Forty years ago, a broken pump led to a partial meltdown at Three Mile Island near Harrisburg, Pennsylvania. Radioactive gas seeped through four feet of concrete and into the air. A McDonald woman was nearby when that happened.
DeLee Kidd remembers driving across Pennsylvania in 1979 to see her mother.
“It was a fluke thing. Last minute, we decided to take a trip. Lucky us,” she said.
Kidd was in a car with her grandmother and son. They needed to take a break and picked a place for a picnic across the Susquehanna River near Three Mile Island.
“My son being 2, he had to get out and run around a while,” Kidd said.
They finished their picnic and drove to the Philadelphia area. It was a couple of days later when the news broke of a partial meltdown releasing a small amount of radiation into the atmosphere.
“Upon watching the news a little closer, it happened when we were there. The same time, the same day. Thank God it wasn’t like Chernobyl!” Kidd said.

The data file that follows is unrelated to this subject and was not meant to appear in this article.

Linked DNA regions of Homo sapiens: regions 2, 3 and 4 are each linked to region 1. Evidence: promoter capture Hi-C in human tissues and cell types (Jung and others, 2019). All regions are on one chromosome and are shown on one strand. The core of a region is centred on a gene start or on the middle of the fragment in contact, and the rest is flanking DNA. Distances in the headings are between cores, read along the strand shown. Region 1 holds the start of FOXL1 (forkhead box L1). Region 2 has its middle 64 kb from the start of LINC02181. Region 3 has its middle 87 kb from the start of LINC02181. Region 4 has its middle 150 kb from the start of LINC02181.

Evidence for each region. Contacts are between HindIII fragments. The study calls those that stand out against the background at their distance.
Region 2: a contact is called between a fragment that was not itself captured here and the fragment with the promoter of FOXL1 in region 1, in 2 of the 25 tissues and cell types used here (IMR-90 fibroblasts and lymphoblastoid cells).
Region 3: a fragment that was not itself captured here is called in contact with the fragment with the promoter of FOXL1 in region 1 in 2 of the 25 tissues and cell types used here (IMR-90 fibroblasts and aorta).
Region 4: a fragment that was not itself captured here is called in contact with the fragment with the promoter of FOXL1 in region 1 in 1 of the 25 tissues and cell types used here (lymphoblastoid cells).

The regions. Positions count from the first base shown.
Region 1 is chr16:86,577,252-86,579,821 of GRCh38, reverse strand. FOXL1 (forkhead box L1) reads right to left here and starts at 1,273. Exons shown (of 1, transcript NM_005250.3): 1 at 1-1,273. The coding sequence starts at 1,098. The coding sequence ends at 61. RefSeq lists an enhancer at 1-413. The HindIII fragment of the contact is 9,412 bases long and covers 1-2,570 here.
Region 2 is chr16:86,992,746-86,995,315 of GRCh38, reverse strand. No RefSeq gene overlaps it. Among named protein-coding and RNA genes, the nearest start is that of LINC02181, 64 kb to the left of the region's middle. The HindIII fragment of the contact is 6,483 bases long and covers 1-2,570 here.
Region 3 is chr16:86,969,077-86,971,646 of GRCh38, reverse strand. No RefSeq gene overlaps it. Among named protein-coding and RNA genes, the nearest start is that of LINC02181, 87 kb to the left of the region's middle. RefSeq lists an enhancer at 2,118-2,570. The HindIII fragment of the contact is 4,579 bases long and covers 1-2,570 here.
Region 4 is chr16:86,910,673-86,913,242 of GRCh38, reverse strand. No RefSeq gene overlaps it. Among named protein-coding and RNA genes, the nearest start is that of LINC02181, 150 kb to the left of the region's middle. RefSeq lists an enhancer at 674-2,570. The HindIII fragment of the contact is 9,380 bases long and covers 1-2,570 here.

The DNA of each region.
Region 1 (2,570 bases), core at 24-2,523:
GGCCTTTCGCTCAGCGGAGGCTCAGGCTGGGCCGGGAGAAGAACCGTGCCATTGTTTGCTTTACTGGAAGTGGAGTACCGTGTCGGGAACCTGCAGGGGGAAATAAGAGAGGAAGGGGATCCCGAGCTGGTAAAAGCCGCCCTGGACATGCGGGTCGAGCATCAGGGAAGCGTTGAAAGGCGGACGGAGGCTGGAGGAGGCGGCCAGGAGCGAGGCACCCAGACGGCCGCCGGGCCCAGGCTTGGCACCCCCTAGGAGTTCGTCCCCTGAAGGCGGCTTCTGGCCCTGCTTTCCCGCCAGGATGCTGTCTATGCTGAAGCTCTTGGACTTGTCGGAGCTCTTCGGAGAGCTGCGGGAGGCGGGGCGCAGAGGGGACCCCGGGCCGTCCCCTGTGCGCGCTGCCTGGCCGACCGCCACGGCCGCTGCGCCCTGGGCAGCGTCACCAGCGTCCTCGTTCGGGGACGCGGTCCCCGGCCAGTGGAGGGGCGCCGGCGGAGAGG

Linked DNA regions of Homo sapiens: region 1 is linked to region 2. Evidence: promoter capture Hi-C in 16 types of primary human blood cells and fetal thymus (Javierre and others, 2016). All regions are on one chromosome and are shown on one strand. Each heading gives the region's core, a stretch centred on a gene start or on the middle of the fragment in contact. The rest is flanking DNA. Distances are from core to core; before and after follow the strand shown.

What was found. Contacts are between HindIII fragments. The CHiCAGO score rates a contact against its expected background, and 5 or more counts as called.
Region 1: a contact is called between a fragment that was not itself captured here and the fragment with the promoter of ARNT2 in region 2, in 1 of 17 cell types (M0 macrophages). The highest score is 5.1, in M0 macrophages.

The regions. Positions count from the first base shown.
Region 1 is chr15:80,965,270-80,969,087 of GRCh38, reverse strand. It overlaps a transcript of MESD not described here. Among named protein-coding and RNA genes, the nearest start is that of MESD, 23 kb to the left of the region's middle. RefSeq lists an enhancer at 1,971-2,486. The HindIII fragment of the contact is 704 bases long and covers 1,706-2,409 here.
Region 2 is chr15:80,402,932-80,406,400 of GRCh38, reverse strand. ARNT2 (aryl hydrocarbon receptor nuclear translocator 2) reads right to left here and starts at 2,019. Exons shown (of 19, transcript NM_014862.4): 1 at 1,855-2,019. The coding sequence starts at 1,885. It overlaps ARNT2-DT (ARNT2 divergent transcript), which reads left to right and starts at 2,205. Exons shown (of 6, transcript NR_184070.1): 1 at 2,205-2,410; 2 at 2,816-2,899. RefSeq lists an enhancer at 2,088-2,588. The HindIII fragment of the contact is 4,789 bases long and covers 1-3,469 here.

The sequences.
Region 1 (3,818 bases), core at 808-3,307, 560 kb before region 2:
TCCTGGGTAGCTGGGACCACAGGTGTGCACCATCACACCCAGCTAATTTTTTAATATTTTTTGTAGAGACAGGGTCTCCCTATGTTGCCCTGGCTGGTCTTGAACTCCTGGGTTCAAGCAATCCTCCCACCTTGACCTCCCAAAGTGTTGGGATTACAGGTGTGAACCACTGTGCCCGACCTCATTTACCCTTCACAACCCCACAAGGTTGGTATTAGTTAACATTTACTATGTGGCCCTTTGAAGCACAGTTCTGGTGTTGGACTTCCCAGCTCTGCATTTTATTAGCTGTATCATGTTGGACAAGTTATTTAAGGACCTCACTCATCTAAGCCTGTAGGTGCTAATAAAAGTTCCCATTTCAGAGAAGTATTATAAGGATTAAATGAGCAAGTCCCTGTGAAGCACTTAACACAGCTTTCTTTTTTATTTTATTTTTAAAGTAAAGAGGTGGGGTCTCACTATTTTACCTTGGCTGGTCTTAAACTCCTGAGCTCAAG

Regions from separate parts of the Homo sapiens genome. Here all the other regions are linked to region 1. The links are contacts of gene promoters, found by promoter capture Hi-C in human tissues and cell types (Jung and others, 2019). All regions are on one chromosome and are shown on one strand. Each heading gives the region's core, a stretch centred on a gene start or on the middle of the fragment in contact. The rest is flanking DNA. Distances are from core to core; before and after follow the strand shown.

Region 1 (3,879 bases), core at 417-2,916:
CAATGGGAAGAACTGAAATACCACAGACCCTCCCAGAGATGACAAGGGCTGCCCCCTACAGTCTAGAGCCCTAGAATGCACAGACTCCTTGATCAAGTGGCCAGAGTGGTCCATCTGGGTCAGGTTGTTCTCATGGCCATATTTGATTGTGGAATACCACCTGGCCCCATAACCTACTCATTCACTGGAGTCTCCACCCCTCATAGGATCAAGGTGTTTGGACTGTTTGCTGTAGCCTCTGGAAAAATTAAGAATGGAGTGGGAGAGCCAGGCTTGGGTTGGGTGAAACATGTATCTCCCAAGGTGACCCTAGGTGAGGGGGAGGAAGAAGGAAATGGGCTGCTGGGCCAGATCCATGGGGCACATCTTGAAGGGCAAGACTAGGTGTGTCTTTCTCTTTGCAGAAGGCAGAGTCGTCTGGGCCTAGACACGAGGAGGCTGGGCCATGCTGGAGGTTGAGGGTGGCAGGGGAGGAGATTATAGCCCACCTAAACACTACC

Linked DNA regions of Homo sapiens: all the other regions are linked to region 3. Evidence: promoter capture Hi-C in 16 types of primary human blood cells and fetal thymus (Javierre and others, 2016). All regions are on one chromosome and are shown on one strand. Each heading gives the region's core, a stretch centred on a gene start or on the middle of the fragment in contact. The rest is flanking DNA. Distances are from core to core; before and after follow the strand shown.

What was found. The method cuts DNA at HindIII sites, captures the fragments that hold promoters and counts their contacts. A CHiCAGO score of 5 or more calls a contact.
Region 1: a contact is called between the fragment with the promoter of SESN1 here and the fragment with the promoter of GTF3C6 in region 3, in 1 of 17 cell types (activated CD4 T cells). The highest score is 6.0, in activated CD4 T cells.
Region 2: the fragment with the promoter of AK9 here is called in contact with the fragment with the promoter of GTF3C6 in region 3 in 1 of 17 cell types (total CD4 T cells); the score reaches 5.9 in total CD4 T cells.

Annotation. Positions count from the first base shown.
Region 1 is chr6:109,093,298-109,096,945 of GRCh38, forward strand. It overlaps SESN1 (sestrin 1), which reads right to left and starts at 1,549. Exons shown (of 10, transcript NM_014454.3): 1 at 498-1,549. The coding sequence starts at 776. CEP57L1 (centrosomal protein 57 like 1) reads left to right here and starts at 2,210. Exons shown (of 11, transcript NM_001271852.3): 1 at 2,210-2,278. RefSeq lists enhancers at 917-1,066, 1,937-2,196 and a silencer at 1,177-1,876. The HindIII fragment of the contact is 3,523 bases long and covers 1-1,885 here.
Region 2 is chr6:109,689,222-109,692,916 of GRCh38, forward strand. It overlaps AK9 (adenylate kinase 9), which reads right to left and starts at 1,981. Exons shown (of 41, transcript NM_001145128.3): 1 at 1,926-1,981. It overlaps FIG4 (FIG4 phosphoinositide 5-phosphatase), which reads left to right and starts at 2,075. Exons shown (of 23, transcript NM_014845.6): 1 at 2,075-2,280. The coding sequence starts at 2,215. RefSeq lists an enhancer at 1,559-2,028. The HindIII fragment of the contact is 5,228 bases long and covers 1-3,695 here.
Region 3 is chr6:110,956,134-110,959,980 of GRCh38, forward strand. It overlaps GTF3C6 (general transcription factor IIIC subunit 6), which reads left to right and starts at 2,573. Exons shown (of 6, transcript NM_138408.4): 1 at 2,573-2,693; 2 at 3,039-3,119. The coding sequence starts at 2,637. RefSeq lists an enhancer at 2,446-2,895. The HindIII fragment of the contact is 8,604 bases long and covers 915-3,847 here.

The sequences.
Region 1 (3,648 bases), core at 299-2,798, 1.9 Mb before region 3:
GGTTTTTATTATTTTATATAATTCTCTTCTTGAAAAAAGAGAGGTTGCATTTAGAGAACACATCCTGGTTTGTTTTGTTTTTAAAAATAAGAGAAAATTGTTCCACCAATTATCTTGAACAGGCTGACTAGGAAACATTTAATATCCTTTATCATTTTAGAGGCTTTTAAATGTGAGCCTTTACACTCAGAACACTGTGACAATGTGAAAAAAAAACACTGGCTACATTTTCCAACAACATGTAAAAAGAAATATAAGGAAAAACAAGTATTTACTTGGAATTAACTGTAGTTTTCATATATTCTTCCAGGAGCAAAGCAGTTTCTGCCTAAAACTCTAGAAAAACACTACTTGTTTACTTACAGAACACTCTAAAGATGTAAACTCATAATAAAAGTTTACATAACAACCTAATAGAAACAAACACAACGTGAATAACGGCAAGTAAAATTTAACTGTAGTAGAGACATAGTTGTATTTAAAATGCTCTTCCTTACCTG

A series of problems had created an emergency at one of the two reactors at Three Mile Island.
The radiation leak was called inconsequential, but Kidd has always had it in the back of her mind. She has never been tested for radiation.
“Our excuse whenever we did something wrong, ‘Oh, forgive us, we were nuked.’ It was a family joke,” she said.
The damaged reactor was shut down. Forty years later, the other reactor will stop being used by the end of the year.
Kidd was nowhere near Three Mile Island when the governor ordered the site to be evacuated. She just happened to be close by for the worst nuclear power plant accident in U.S. history.
“I just manage to have impeccable tastes to be in wrong places at the wrong times, is how I look at it,” she said.
A study done for 20 years after the accident among people living within five miles of Three Mile Island show no significant increase in cancer deaths.